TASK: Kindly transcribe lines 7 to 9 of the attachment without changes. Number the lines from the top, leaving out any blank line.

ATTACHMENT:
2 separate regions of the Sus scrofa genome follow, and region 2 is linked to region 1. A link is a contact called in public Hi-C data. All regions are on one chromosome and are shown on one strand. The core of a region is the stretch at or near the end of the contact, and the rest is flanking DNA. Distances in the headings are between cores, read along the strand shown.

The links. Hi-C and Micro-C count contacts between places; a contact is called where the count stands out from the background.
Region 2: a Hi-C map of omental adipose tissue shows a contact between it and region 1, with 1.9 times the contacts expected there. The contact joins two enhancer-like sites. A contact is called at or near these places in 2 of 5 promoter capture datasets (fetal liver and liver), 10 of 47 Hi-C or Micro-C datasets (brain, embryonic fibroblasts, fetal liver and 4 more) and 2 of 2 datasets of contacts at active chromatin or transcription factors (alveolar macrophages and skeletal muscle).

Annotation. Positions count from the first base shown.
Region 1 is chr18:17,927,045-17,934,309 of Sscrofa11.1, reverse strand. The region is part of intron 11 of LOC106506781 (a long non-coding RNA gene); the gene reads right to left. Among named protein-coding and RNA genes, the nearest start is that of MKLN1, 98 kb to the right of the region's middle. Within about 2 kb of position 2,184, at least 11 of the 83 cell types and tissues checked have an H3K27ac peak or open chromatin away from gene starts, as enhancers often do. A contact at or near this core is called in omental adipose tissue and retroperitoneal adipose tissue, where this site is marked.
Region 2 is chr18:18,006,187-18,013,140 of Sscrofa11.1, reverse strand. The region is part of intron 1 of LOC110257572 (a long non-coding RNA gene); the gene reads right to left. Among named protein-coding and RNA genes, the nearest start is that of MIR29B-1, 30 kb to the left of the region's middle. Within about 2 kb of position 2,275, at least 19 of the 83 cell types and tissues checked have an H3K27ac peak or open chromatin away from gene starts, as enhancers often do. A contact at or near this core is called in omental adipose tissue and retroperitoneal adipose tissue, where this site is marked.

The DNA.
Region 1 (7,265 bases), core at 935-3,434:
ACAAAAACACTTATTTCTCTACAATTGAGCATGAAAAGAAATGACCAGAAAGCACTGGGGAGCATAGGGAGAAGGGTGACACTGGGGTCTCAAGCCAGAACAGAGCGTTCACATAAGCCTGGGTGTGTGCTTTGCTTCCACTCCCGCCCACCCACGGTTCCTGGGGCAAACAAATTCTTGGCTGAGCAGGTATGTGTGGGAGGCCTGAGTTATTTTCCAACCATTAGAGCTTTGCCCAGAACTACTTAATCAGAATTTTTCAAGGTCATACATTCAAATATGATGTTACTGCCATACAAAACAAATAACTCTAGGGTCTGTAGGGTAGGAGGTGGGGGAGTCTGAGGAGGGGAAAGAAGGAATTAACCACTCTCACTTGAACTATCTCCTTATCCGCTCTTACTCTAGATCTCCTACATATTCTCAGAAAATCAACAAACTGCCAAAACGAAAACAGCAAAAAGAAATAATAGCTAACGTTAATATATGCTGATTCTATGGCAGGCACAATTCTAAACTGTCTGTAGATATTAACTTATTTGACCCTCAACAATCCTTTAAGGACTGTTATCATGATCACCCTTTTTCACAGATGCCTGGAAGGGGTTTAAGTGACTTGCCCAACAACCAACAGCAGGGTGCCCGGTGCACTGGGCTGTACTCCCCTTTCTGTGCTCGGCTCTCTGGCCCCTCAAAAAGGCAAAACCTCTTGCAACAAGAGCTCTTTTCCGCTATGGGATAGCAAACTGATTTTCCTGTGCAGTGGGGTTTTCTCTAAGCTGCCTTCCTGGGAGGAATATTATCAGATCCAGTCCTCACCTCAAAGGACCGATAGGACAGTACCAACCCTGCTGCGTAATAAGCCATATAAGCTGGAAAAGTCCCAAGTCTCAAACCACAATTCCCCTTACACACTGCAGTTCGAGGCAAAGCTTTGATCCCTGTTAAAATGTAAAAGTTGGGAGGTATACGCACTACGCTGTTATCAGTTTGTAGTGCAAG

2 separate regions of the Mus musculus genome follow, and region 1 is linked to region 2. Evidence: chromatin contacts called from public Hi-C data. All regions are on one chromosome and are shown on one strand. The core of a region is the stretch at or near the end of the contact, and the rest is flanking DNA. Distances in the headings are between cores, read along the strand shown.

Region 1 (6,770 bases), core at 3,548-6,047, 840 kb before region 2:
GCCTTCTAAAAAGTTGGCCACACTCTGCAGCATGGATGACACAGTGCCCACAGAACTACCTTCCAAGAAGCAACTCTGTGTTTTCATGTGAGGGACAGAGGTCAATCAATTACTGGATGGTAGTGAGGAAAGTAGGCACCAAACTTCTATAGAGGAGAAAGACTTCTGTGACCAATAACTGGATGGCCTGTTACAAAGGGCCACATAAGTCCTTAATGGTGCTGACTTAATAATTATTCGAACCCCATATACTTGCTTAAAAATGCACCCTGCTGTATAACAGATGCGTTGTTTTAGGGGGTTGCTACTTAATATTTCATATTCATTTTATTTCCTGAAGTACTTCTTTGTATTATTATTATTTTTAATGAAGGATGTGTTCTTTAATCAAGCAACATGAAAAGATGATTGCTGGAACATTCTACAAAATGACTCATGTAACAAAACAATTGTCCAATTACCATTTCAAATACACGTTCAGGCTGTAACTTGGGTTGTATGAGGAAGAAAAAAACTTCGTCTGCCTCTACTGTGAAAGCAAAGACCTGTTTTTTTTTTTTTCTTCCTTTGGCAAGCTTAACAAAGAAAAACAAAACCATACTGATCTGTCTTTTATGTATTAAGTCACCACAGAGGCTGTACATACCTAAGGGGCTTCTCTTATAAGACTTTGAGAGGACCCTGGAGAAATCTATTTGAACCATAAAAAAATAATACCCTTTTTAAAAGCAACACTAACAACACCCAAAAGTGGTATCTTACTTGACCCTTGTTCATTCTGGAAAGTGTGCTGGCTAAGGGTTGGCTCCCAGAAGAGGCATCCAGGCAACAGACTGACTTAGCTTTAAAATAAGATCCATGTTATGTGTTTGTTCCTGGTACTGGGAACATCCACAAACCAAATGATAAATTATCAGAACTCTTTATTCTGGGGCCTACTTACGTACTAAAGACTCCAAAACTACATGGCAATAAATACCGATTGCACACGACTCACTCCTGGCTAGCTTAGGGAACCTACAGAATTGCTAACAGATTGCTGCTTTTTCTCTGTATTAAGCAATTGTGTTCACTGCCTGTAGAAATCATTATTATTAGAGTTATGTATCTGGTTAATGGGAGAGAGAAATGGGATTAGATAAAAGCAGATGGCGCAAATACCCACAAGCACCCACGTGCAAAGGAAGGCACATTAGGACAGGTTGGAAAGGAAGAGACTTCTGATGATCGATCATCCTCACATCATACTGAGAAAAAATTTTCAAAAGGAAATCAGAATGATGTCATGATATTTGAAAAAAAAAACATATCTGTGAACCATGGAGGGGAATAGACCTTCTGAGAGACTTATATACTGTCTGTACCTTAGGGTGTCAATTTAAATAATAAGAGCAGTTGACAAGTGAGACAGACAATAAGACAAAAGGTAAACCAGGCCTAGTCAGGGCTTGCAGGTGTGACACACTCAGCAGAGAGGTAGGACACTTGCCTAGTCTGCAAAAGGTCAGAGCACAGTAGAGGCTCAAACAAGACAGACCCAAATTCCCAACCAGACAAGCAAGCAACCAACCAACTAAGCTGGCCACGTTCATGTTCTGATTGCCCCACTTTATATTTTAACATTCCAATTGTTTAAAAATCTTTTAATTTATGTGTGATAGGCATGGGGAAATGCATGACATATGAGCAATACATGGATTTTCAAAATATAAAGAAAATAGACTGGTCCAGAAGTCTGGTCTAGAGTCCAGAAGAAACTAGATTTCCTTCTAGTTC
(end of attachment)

The DNA.
Region 1 (7,265 bases), core at 935-3,434:
ACAAAAACACTTATTTCTCTACAATTGAGCATGAAAAGAAATGACCAGAAAGCACTGGGGAGCATAGGGAGAAGGGTGACACTGGGGTCTCAAGCCAGAACAGAGCGTTCACATAAGCCTGGGTGTGTGCTTTGCTTCCACTCCCGCCCACCCACGGTTCCTGGGGCAAACAAATTCTTGGCTGAGCAGGTATGTGTGGGAGGCCTGAGTTATTTTCCAACCATTAGAGCTTTGCCCAGAACTACTTAATCAGAATTTTTCAAGGTCATACATTCAAATATGATGTTACTGCCATACAAAACAAATAACTCTAGGGTCTGTAGGGTAGGAGGTGGGGGAGTCTGAGGAGGGGAAAGAAGGAATTAACCACTCTCACTTGAACTATCTCCTTATCCGCTCTTACTCTAGATCTCCTACATATTCTCAGAAAATCAACAAACTGCCAAAACGAAAACAGCAAAAAGAAATAATAGCTAACGTTAATATATGCTGATTCTATGGCAGGCACAATTCTAAACTGTCTGTAGATATTAACTTATTTGACCCTCAACAATCCTTTAAGGACTGTTATCATGATCACCCTTTTTCACAGATGCCTGGAAGGGGTTTAAGTGACTTGCCCAACAACCAACAGCAGGGTGCCCGGTGCACTGGGCTGTACTCCCCTTTCTGTGCTCGGCTCTCTGGCCCCTCAAAAAGGCAAAACCTCTTGCAACAAGAGCTCTTTTCCGCTATGGGATAGCAAACTGATTTTCCTGTGCAGTGGGGTTTTCTCTAAGCTGCCTTCCTGGGAGGAATATTATCAGATCCAGTCCTCACCTCAAAGGACCGATAGGACAGTACCAACCCTGCTGCGTAATAAGCCATATAAGCTGGAAAAGTCCCAAGTCTCAAACCACAATTCCCCTTACACACTGCAGTTCGAGGCAAAGCTTTGATCCCTGTTAAAATGTAAAAGTTGGGAGGTATACGCACTACGCTGTTATCAGTTTGTAGTGCAAG